1202 Credo Deum revelatum.1203 Credo in Deum.1204 IIa IIae, q. 2, a. 2, ad 3.1205 Ibid.: q. 4, a. 8.1206 Pius credulitatis affectus.1207 In I Sent.: dist. III, q. 3, nos. 24f.1208 In III Sent.: dist. XXXI, no. 4.1209 Ibid.: dist. XXIII, q. 1, a. 8.

1210 Biel, In III Sent.: dist. XXIII, q. 2.

1211 Concordia, q. 14, a. 13, disp. XXXVIII, Paris, 1876, p. 213.

1212 De ente supernat.: Bk. III, dist. XLIV, no. 2; dist. XLV, no. 37.

1213 De fide, disp. IX, sect I, nos. 2, 3; disp. 1, sect. I, nos. 77, 100, 104.

1214 De divina traditione, pp. 692, 616.

1215 Etudes sur le concile du Vatican, II, 75 ff.

1216 De gratia, Bk. II, chap. 11; De fide, Part 1, disp. III, sect. 6, 8, 12.

1217 Ultimo resolvitur.

1218 Id quo et quod creditur.

1219 Id quo et quod videtur simul cum coloribus.

1220 In III Sent.: d. 24, q. 1, a. 3.

1221 Credo Deo.1222 Credo Deum.1223 In lllam lIIae, q. 1, a. 1, no. 11.

1224 See Ibid.: q. 2, a. 2.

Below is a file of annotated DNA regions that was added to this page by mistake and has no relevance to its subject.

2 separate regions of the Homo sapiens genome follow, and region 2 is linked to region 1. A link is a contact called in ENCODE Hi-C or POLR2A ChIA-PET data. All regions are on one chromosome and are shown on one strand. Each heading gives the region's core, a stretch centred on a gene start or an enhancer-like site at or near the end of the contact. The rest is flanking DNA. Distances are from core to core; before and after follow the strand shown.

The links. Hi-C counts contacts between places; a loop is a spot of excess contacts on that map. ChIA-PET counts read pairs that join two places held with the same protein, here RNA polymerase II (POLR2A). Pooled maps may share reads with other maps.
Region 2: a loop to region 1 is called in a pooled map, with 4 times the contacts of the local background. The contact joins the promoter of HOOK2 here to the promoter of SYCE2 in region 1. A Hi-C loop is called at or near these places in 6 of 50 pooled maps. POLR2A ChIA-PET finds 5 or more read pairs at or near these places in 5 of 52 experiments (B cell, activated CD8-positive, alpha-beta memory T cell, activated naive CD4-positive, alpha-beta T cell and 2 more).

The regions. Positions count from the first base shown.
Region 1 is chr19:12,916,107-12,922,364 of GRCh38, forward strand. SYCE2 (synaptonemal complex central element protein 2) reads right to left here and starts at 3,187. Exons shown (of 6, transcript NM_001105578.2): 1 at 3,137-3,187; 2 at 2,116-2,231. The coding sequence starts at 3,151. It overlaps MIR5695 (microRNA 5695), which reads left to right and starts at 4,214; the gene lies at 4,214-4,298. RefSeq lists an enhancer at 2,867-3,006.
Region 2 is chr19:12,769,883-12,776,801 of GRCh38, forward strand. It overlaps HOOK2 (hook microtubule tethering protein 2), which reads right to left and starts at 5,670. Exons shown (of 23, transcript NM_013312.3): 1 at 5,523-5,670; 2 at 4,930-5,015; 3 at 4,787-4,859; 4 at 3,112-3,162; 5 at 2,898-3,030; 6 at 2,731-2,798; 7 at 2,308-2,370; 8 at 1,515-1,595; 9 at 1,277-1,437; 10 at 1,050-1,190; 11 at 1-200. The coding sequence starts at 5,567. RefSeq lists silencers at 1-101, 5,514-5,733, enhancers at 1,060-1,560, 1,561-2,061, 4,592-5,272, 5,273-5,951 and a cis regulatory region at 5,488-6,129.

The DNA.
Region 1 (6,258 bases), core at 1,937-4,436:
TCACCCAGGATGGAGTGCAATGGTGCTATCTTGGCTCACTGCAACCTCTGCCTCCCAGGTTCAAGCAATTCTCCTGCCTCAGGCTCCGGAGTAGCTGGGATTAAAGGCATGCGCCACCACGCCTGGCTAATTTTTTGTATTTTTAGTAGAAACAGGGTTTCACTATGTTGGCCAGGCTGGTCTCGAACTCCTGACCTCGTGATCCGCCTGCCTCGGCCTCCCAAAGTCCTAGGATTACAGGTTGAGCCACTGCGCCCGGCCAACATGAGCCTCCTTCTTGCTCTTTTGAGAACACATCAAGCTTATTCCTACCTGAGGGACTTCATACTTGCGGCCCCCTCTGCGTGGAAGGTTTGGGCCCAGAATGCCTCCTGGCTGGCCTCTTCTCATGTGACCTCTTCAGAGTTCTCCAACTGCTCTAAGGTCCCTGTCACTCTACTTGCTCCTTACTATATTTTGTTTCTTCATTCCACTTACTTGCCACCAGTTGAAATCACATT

1225 I John 5:10.1226 In Cont. Gent.: I, 6; III, 40, § 3.

1227 De gratia, disp. XX, a. 1, nos. 7, 9; De fide q. 1, disp. 1, a. 2, nos. 1, 4.

1228 De gratia, disp. 1, a. 2, § 1, nos. 78, 79, 93; De fide, disp. 1, a. 2, no. 55.1229 De gratia, disp. III, dub. 3, nos. 28, 37, 40, 45, 48, 49, 52, 58, 60, 61; De fide, disp. 1, dub. 5, nos. 163, 169.

1230 De gratia, diss. III, a. 2, § 2; De fide, diss. 1, a. l, obj. 3, inst. 1. See also Gardeil, La credibilite et l'apologetique, 2nd ed.: Paris, 1912, pp. 61, 92, 96, and in Dict. de theol. cath.: s. v. Credibilite. See also Scheeben, Dogmatik, 1, § 40, nos. 681, 689; § 44, nos. 779805. And for extended treatment, see our work, De revelatione, Rome, 3rd ed.: 1935, I, 458-511.

1231 In actu exercito.

1232 In actu signato.

1233 IIa IIae, q. 2, a 2, ad 3.

1234 Sess. III, chap. 3.

1235 Cf. IIa IIae, q. s, a. 3, ad 1. See also John of St. Thomas, De gratia, disp. XX, a. 1, nos. 7-9; De fide, q. 1, disp. 1, a2, nos. 1-8; also the Salrnanticenses, De gratia disp. III, dub. 3, nos. 28-37, 40-49, 52-61.

1236 For more extended treatment, see our work, L'amour de dieu et la croix de Paris, 2nd ed.: 1939, 11, 575-97.

1237 IIa IIae, q. 8.

1238 Ibid.: q. 9.1239 Ibid.: q. 17-22.1240 Ibid.: q. 17, a. 1, 2, 4, 5. Deus auxilians.